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Aesop's Fables: Phaedrus

Book I - XV. Asinus ad Senem Pastorem (Perry 476)

In principatu commutando civium
nil praeter domini nomen mutant pauperes.
Id esse verum, parva haec fabella indicat.
Asellum in prato timidus pascebat senex.
Is hostium clamore subito territus
suadebat asino fugere, ne possent capi.
At ille lentus 'Quaeso, num binas mihi
clitellas impositurum victorem putas?'
Senex negavit. 'Ergo, quid refert mea
cui serviam, clitellas dum portem unicas?'

The Sapient Ass (trans. C. Smart)

In all the changes of a state,
The poor are the most fortunate,
Who, save the name of him they call
Their king, can find no odds at all.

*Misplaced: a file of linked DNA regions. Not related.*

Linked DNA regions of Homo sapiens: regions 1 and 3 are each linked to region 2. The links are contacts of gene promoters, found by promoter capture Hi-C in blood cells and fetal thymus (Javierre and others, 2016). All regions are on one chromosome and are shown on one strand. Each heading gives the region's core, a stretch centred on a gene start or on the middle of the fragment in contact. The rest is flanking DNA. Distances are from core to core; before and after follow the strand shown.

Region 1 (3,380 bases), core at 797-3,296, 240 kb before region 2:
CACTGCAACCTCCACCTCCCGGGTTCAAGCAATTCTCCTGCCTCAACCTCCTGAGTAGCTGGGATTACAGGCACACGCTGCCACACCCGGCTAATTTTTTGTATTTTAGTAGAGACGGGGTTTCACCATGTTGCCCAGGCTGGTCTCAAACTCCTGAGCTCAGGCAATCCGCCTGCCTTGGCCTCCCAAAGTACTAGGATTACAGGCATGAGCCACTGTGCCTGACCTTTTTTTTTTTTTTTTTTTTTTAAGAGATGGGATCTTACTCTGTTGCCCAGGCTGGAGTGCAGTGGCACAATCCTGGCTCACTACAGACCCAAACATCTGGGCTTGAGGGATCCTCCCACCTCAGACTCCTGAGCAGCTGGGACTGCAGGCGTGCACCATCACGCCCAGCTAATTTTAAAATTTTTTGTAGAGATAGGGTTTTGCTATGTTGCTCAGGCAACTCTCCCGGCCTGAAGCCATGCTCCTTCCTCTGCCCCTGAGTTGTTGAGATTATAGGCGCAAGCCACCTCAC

The truth of this you now may read-
A fearful old man in a mead,
While leading of his Ass about,
Was startled at the sudden shout
Of enemies approaching nigh.
He then advised the Ass to fly,
"Lest we be taken in the place:"
But loth at all to mend his pace,
"Pray, will the conqueror," quoth Jack,
"With double panniers load my back ?"
"No," says the man. "If that's the thing,"
Cries he, "I care not who is king."

Latin text from Phaedrus at The Latin Library (Ad Fontes), English translations from The Fables of Phaedrus Translated into English Verse by Christopher Smart (London: 1913). Ben Perry, Babrius and Phaedrus (Loeb), contains the Latin texts of Phaedrus, with a facing English translation, along with a valuable appendix listing all the Aesop's fables attested in Greek and/or in Latin. Invaluable.